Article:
(e) They got shells from Dholavira, Lothal and Balakot which were located in Coastal region.
Beyond the subcontinent trade:
(a) Harappans had trade relations with Magan, Dilmun and Mesopotamia as this was mentioned in the Mesopotamian text.
(b) Copper of Oman (that was Magan) had nickel content and was found in Mesopotamian and Meluhha in the Harappan region.
(c) Black-clay pot of Harappan region was found in Mesopotamia.
(d) Seals belonging to Harappan region were found in Mesopotamia and vice versa.
(e) Mesopotamian texts mentioned the Harappans Meluhhans as seafarers.
(f) Pottery, seals, ornaments, etc. were traded by Harappans. So, through this, we can say that copper came to Harappa from Oman.

Q. 3. Archaeologist have no concrete response for the central authority of the Harappan. Substantiate.
OR
Describe the opinions of the archaeologists on the central authority of the Harappan civilisation.
OR
Describe the different arguments given by  archaeologists over the central authority of Harappan civilisation.
OR
Archaeologist records provide no immediate answer to the Harappan central authority. Analyse different views given on the same.
Ans. 
The Archaeological records provide no answer to the Harappa’s central authority:
(a) A large building found at Mohenjodaro labelled as a palace by archaeologists but no spectacular evidences were associated with it.
(b) A stone statue was labelled and continues to be known as the “priest-king”
(c) The ritual practices of the Harappan civilisation were not well-understood yet nor there was any means of knowing whether those who performed them also held political power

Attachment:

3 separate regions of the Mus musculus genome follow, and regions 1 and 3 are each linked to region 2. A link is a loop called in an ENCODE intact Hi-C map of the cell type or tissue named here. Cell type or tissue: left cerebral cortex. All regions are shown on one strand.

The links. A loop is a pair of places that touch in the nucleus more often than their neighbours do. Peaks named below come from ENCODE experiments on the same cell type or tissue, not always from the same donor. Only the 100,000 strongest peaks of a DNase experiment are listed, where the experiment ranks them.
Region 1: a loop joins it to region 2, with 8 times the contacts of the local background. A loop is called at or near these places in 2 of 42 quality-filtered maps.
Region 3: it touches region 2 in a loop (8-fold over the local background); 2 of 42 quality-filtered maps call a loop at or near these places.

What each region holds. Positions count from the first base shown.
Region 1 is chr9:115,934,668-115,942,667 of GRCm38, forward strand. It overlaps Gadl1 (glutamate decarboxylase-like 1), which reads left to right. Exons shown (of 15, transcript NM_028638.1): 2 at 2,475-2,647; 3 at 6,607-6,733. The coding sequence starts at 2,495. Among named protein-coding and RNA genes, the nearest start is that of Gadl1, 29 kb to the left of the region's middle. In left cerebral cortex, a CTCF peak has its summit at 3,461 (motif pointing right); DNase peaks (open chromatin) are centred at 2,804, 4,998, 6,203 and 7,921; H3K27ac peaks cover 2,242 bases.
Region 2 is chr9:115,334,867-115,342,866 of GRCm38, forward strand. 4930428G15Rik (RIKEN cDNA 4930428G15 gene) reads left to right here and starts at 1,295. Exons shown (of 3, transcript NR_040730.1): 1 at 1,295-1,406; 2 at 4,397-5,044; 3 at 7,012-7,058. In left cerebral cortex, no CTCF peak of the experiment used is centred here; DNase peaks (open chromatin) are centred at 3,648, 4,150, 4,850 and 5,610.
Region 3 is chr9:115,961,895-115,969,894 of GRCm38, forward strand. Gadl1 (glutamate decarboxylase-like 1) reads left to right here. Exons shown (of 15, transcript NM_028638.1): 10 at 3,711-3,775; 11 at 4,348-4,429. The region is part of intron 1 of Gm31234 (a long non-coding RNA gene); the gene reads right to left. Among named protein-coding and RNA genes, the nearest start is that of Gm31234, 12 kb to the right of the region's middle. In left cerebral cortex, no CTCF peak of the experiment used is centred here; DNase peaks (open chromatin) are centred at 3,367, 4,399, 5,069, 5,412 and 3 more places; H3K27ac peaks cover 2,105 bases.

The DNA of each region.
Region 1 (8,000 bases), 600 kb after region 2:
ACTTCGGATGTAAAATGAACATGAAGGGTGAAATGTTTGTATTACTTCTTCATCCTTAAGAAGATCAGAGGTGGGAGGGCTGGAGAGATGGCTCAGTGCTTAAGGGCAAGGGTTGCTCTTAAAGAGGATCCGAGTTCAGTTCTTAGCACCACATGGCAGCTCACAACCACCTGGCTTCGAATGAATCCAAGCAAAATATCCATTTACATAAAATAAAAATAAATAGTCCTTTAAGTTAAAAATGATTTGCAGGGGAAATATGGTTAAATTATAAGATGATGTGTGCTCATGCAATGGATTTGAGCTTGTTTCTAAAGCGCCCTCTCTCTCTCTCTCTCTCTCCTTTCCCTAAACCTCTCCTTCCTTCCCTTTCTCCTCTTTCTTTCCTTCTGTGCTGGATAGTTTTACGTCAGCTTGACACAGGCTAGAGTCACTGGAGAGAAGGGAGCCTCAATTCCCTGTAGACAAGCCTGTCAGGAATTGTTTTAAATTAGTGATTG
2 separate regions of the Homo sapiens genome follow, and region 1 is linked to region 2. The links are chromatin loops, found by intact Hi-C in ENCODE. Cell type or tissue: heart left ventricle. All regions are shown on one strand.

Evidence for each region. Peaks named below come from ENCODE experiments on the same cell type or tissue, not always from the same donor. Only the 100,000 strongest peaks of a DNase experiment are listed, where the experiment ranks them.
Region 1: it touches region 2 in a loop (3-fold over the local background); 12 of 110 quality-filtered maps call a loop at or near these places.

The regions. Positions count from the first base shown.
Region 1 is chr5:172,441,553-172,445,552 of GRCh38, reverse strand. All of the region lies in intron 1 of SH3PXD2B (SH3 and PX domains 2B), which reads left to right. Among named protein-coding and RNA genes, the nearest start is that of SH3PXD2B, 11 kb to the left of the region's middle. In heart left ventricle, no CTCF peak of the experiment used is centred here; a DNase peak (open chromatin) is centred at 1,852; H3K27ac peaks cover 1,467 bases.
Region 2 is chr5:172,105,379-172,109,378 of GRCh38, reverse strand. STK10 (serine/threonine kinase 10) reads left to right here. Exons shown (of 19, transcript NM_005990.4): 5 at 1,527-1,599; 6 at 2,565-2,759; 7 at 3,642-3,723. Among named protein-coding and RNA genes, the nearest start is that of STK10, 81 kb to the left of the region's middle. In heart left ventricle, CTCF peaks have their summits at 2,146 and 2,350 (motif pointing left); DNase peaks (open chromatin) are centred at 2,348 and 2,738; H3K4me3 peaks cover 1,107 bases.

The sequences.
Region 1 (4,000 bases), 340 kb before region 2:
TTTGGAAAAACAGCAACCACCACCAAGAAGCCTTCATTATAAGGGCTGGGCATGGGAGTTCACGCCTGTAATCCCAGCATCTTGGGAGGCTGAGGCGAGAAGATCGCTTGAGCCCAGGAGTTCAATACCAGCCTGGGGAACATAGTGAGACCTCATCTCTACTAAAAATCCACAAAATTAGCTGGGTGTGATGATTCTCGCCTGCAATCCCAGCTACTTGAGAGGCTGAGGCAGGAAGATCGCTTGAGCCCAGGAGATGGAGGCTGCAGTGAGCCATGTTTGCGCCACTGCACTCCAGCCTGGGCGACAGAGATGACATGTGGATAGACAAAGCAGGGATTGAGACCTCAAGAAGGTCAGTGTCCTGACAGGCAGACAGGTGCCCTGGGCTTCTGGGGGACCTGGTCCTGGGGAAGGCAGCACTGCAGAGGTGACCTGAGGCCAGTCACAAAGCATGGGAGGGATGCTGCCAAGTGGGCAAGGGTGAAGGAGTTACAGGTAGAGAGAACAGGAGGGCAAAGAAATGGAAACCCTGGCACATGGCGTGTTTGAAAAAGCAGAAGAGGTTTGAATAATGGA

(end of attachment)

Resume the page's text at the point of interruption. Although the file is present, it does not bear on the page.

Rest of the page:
(d) Some archaeologists stated that Harappan society had no rulers, and everybody enjoyed equal status.
(e) Others feel there was no single ruler but several, Mohenjodaro had a separate ruler, Harappa another, and so forth.
(f) Yet others argue that there was a single state.
(g) The last theory seems the most plausible, as it was unlikely that entire communities could have collectively made and implemented such complex decisions.
Detailed Answer:-
Archaeological records provide no immediate answer in regard to centre for power or for depictions of people in power. Though many things have been found, there was a lot of damage because the bricks were used for railway purpose and by the people for their housing needs. Archaeologists were astonished at the drainage system. They found two parts in the town well separated. They found the seal and sealings. They came to know about the scripts. Many inscriptions were short, the largest containing 26 signs. Script was not alphabetical and it is not deciphered till date. Hence they remain in the dark yet about the central authority of the Harappan. It can also be said that since very few weapons have been found, people were peaceloving. Some archaeologists stated that Harappan society had no rulers, and everybody enjoyed equal status. Others feel there was no single ruler but several, that Mohenjodaro had a separate ruler, Harappa another, and so forth. Yet others argue that there was a single state. However, the last theory  seems most plausible, as it was unlikely that entire communities could have collectively made and implemented such complex decisions.